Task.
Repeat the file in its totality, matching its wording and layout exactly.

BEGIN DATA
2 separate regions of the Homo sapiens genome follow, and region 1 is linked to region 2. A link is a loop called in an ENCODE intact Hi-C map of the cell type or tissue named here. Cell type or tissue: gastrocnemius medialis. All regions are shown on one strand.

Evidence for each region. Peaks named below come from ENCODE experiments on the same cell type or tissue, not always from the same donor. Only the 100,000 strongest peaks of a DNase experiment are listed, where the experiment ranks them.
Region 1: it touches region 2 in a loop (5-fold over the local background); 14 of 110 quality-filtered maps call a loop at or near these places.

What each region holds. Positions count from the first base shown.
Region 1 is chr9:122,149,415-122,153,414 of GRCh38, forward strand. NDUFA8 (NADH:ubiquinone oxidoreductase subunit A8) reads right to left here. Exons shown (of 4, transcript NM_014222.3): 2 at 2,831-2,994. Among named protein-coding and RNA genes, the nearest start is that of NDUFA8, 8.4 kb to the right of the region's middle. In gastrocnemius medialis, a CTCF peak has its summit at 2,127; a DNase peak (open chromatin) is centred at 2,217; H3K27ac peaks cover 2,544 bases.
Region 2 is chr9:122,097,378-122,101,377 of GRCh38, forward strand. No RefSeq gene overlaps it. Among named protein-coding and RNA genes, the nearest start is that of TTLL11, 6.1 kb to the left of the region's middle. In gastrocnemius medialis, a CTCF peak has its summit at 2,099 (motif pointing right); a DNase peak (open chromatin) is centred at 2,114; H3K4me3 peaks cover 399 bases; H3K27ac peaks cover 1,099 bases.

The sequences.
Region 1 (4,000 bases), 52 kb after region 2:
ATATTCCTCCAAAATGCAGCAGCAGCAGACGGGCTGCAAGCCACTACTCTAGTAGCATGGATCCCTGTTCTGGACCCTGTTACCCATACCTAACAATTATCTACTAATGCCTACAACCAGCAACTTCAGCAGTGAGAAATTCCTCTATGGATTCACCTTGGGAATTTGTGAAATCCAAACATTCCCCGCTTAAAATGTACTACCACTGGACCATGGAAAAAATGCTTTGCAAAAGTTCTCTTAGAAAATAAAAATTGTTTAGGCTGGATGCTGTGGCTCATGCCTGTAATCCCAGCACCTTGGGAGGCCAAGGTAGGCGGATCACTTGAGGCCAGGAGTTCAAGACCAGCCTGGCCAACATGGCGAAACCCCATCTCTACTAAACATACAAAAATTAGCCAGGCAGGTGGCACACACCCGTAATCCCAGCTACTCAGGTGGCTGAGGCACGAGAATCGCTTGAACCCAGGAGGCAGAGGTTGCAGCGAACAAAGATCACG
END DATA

2 separate regions of the Homo sapiens genome follow, and region 1 is linked to region 2. A link is a loop called in an ENCODE intact Hi-C map of the cell type or tissue named here. Cell type or tissue: gastrocnemius medialis. All regions are shown on one strand.

Evidence for each region. Peaks named below come from ENCODE experiments on the same cell type or tissue, not always from the same donor. Only the 100,000 strongest peaks of a DNase experiment are listed, where the experiment ranks them.
Region 1: it touches region 2 in a loop (5-fold over the local background); 14 of 110 quality-filtered maps call a loop at or near these places.

What each region holds. Positions count from the first base shown.
Region 1 is chr9:122,149,415-122,153,414 of GRCh38, forward strand. NDUFA8 (NADH:ubiquinone oxidoreductase subunit A8) reads right to left here. Exons shown (of 4, transcript NM_014222.3): 2 at 2,831-2,994. Among named protein-coding and RNA genes, the nearest start is that of NDUFA8, 8.4 kb to the right of the region's middle. In gastrocnemius medialis, a CTCF peak has its summit at 2,127; a DNase peak (open chromatin) is centred at 2,217; H3K27ac peaks cover 2,544 bases.
Region 2 is chr9:122,097,378-122,101,377 of GRCh38, forward strand. No RefSeq gene overlaps it. Among named protein-coding and RNA genes, the nearest start is that of TTLL11, 6.1 kb to the left of the region's middle. In gastrocnemius medialis, a CTCF peak has its summit at 2,099 (motif pointing right); a DNase peak (open chromatin) is centred at 2,114; H3K4me3 peaks cover 399 bases; H3K27ac peaks cover 1,099 bases.

The sequences.
Region 1 (4,000 bases), 52 kb after region 2:
ATATTCCTCCAAAATGCAGCAGCAGCAGACGGGCTGCAAGCCACTACTCTAGTAGCATGGATCCCTGTTCTGGACCCTGTTACCCATACCTAACAATTATCTACTAATGCCTACAACCAGCAACTTCAGCAGTGAGAAATTCCTCTATGGATTCACCTTGGGAATTTGTGAAATCCAAACATTCCCCGCTTAAAATGTACTACCACTGGACCATGGAAAAAATGCTTTGCAAAAGTTCTCTTAGAAAATAAAAATTGTTTAGGCTGGATGCTGTGGCTCATGCCTGTAATCCCAGCACCTTGGGAGGCCAAGGTAGGCGGATCACTTGAGGCCAGGAGTTCAAGACCAGCCTGGCCAACATGGCGAAACCCCATCTCTACTAAACATACAAAAATTAGCCAGGCAGGTGGCACACACCCGTAATCCCAGCTACTCAGGTGGCTGAGGCACGAGAATCGCTTGAACCCAGGAGGCAGAGGTTGCAGCGAACAAAGATCACG